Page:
Preston SWP are deeply saddened by the death of Ron Yates. Ron, who was 86, had been a left activist all his life.
As a young man Ron joined the forces in the Second World War, in his words, “to fight fascism and fight for democracy”.
Indeed he was part of a small British force of 25 which fought with Greek Communist Partisans to liberate the Island of Samos from a German garrison of almost 500 men.
At the war’s end he was stationed in Palestine. There he was appalled at the treatment meted out to the Palestinians by both British forces and Zionist militias.
He returned to Britain shaped by the horror of war and the need to fight for a better world. He joined the Labour Party in Preston, where he held various positions in the leadership of the local organisation.
In the 1950s he threw himself into the Campaign For Nuclear Disarmament. He drove buses and lorries of CND supporters to marches across the country – including long journeys to Aldermaston and the Holy Loch.
He was also a keen cyclist and was a member of the socialist Clarion Cycling Club.
Like many traditional Old Labour members Ron was increasingly anxious at the direction being taken by New Labour in the 1990s.
When Labour-controlled Lancashire County Council announced they would be closing and privatising local old people’s homes Ron had had enough.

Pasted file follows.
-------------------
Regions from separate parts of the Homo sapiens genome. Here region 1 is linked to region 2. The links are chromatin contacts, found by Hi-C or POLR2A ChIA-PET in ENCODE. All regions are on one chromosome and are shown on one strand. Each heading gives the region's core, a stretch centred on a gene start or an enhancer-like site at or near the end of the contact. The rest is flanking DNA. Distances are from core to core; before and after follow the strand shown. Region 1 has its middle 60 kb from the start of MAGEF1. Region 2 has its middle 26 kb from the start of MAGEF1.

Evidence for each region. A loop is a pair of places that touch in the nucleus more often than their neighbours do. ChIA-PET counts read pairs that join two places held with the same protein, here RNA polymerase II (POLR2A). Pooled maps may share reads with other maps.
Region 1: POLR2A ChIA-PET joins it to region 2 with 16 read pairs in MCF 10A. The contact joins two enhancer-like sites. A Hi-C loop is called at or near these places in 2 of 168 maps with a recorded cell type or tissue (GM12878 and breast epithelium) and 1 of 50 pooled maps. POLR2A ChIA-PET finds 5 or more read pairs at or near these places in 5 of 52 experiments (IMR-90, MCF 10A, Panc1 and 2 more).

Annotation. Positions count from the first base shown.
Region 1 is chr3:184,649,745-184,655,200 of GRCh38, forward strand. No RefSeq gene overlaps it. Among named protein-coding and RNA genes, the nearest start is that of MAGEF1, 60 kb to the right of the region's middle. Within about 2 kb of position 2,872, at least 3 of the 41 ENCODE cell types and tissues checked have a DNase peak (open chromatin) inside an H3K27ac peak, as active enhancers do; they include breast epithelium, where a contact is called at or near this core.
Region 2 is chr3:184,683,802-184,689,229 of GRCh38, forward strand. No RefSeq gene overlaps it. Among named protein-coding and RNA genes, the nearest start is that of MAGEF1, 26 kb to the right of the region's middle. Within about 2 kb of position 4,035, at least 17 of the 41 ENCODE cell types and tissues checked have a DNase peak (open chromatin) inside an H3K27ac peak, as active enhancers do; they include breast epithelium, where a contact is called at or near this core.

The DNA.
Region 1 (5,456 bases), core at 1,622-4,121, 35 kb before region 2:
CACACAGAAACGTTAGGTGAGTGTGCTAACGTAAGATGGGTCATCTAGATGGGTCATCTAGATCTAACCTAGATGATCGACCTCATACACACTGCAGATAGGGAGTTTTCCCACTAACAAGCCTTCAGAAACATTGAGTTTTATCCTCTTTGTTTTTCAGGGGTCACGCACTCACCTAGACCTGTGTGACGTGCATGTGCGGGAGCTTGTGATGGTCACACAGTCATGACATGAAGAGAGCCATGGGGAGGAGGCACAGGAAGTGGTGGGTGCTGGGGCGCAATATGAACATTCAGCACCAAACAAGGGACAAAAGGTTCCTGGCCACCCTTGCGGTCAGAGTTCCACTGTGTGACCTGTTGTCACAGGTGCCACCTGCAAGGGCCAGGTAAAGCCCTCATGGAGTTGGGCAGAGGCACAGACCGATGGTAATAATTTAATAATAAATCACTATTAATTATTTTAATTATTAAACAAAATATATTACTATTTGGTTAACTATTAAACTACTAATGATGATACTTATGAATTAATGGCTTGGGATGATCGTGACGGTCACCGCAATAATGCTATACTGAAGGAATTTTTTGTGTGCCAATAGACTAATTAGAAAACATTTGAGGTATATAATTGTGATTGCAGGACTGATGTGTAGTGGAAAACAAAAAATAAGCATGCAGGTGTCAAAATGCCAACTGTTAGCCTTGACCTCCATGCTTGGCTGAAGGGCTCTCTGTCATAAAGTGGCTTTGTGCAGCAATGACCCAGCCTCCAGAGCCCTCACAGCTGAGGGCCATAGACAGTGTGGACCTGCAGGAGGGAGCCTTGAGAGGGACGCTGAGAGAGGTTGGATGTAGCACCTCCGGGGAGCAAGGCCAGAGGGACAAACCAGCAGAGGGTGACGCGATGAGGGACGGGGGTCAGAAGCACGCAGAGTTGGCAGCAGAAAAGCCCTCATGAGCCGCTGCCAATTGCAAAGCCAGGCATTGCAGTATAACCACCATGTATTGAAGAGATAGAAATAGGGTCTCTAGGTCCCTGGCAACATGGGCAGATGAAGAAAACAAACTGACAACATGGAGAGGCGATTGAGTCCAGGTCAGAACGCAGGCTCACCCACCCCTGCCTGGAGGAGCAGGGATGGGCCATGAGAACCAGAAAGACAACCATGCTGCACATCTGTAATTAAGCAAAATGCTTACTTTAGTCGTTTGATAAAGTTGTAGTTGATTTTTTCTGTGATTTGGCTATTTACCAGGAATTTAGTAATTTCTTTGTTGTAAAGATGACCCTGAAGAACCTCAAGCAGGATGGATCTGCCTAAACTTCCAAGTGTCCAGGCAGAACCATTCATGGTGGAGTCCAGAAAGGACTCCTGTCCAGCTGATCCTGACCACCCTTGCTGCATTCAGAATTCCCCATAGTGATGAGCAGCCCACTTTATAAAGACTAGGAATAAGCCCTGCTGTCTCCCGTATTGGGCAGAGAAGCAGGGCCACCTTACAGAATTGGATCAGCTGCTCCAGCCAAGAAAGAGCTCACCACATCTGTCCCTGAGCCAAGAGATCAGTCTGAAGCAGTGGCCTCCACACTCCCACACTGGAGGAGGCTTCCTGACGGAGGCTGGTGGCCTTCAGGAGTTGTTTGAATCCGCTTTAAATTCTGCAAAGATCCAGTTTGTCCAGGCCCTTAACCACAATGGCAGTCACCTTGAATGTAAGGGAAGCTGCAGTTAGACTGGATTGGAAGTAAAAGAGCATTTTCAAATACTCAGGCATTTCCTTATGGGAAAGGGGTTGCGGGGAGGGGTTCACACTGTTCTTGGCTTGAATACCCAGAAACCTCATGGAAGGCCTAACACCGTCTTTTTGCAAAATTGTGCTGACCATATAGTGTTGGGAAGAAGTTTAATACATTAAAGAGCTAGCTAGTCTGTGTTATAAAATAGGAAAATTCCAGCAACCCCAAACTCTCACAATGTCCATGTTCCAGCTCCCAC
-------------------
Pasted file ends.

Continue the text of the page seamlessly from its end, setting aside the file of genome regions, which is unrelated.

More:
I first met Ron in 2000 during the Preston parliamentary by-election. It was events in 2001 that were to re-ignite his full political passions.
The attack on the Twin Towers and the creation of the Stop the War movement saw Ron in the centre of Preston arguing against imperialism and war. He marched, campaigned and help organise local events against the horror of war in Afghanistan and Iraq.
When Respect was formed he joined the organisation and in 2005 he agreed to be our candidate in the Lancashire county council elections.
A few months ago Ron was attacked in his home. The attack was violent – the young men desperate to get some money to feed their habit. Ron fought bravely but ended up in hospital receiving treatment for machete wounds.
On leaving hospital he moved to a care home and that’s where he lived out his last few weeks, such a tragic end to a full and active life.
Ron will be greatly missed by all his friends and comrades in Preston and our sympathy and solidarity go out to his surviving children and grandchildren.